Robin Mellom is the author of DITCHED: A Love Story, a teen romantic comedy, as well as THE CLASSROOM: The Epic Documentary of a Not-Yet Epic Kid, the first book in her series for middle grade readers, both from Disney-Hyperion. She has taught grades five through eight and has a master’s degree in education. Robin lives with her husband and son on the Central Coast of California. For more information, visit her site.
Let the conversation begin!
What is the best writing advice you’ve ever received?
There were several times I wanted to give up in my path to publication, but it was the advice from other writers, agents and editors that kept me going.
I remember being a conference once and an author said, “If you’re getting good feedback on your writing, do the work and then wait in line for your turn.”
I really think that’s true. While we’re waiting for our turn, we have to do the work. Write the book. And then write another one. And then…yes…write another one.
My first book that sold, DITCHED, was actually the sixth book I’d written. And I don’t regret writing those other books for one moment. They helped me develop my skills, find my voice and develop the confidence to take a concept like the one I came up with for DITCHED and do it in the way it deserved. I wasn’t ready to write that novel ten years ago. However, the gravy for this story? The very first book I wrote (yep, ten years ago!) is now being re-imagined and will be published as THE CLASSROOM in June. So you never know if something sitting in that drawer might season up nicely for the future.
Can you share your journey from writing to author?
I was the type of little girl who would write stories on folded up paper and make title pages and draw a cover and then NEVER let anyone read them. I knew I wanted to be a writer, but first I became a teacher. Middle schoolers are my favorite people on the planet (seriously!) and the subject I adored teaching them most was creative writing. I would give them an assignment and then write along with them. Over the years, I’ve also worked as a social worker for children with autism and a news assistant at a newspaper. It took over eight years of serious writing “on the side” before I got my first book deal.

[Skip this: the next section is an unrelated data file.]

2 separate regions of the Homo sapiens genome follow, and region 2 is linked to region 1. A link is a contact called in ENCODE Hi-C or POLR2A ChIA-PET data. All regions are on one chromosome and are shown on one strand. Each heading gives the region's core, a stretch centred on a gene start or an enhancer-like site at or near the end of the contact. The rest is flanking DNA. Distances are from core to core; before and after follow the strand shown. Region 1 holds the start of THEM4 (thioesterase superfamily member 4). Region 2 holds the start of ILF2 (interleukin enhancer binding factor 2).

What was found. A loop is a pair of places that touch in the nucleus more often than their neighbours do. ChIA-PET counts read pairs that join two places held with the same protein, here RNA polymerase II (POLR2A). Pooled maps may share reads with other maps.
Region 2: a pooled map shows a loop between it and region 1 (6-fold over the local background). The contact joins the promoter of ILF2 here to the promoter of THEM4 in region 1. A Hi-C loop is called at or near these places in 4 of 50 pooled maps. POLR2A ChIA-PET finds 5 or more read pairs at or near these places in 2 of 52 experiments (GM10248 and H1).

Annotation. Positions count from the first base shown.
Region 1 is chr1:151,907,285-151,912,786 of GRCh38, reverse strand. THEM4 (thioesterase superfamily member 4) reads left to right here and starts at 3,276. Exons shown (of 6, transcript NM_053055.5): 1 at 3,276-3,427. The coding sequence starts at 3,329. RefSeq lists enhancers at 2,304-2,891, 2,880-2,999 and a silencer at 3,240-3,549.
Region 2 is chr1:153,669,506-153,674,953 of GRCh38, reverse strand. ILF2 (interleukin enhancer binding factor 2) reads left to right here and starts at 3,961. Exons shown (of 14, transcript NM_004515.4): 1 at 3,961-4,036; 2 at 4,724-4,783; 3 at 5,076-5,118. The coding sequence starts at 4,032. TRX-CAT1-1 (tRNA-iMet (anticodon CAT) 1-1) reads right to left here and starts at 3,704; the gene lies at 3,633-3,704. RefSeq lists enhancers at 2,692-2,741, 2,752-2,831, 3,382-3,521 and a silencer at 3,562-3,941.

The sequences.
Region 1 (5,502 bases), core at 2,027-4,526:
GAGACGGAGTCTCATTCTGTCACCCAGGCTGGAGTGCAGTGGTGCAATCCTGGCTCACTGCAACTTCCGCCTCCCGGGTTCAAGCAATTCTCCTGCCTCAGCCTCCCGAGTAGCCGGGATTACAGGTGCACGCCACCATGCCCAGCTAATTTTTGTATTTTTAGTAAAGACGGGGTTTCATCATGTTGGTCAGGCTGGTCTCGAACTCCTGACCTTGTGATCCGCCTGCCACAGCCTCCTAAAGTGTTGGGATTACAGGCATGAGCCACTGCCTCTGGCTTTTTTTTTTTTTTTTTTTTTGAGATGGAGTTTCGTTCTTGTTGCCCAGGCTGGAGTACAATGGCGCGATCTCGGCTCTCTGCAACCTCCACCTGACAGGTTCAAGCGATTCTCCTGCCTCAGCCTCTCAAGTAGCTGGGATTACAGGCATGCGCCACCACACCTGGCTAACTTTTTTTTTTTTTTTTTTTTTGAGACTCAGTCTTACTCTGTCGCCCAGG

Name a turning point in your life that makes you smile.
When I was in fourth grade, I won the school-wide spelling bee, beating out a seventh grader. A seventh grader! My winning word? Believe.
If there were a holiday in your honor, what would it celebrate?
The invention of coffee that never gets cold.
What was the best thing that happened to you this year?
The release of both of my teen book and my middle grade book. It’s been like giving birth to babies. My little book babies!
What is your definition of a productive day?
Getting my word count done by noon, going for a run, eating, showering, and picking the kid up from school on time. Everything after that is all gravy!
Have you ever jumped out of a plane? If you knew you would survive, would you do it?
No. And no. I just don’t think jumping from a plane is super necessary for my happiness. Honestly, I find Zumba class to be exhilarating enough.